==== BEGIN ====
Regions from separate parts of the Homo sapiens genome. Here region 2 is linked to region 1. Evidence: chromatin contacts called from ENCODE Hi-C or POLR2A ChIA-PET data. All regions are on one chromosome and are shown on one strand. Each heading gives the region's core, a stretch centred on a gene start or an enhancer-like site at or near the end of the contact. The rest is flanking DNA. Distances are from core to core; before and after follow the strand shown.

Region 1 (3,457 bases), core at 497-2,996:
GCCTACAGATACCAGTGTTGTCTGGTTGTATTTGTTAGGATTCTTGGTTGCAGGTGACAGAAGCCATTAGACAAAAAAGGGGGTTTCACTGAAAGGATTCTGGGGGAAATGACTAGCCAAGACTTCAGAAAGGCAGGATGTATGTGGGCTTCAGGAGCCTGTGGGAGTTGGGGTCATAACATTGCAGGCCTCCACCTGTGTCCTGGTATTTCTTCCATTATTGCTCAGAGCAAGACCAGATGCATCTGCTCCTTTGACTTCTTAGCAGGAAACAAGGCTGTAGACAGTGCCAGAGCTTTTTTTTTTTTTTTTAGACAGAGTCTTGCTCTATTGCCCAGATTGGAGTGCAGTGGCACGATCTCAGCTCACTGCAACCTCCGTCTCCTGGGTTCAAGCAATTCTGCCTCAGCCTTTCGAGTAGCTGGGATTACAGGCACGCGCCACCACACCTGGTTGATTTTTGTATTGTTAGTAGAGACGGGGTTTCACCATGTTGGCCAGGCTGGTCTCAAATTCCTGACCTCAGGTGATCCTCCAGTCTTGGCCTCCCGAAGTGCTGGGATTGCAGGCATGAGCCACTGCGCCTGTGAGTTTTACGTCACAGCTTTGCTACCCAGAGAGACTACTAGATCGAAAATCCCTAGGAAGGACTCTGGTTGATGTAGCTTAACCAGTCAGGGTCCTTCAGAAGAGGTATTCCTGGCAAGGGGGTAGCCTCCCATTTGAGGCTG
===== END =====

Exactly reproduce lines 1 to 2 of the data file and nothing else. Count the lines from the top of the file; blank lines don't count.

Regions from separate parts of the Homo sapiens genome. Here region 2 is linked to region 1. Evidence: chromatin contacts called from ENCODE Hi-C or POLR2A ChIA-PET data. All regions are on one chromosome and are shown on one strand. Each heading gives the region's core, a stretch centred on a gene start or an enhancer-like site at or near the end of the contact. The rest is flanking DNA. Distances are from core to core; before and after follow the strand shown.

Region 1 (3,457 bases), core at 497-2,996: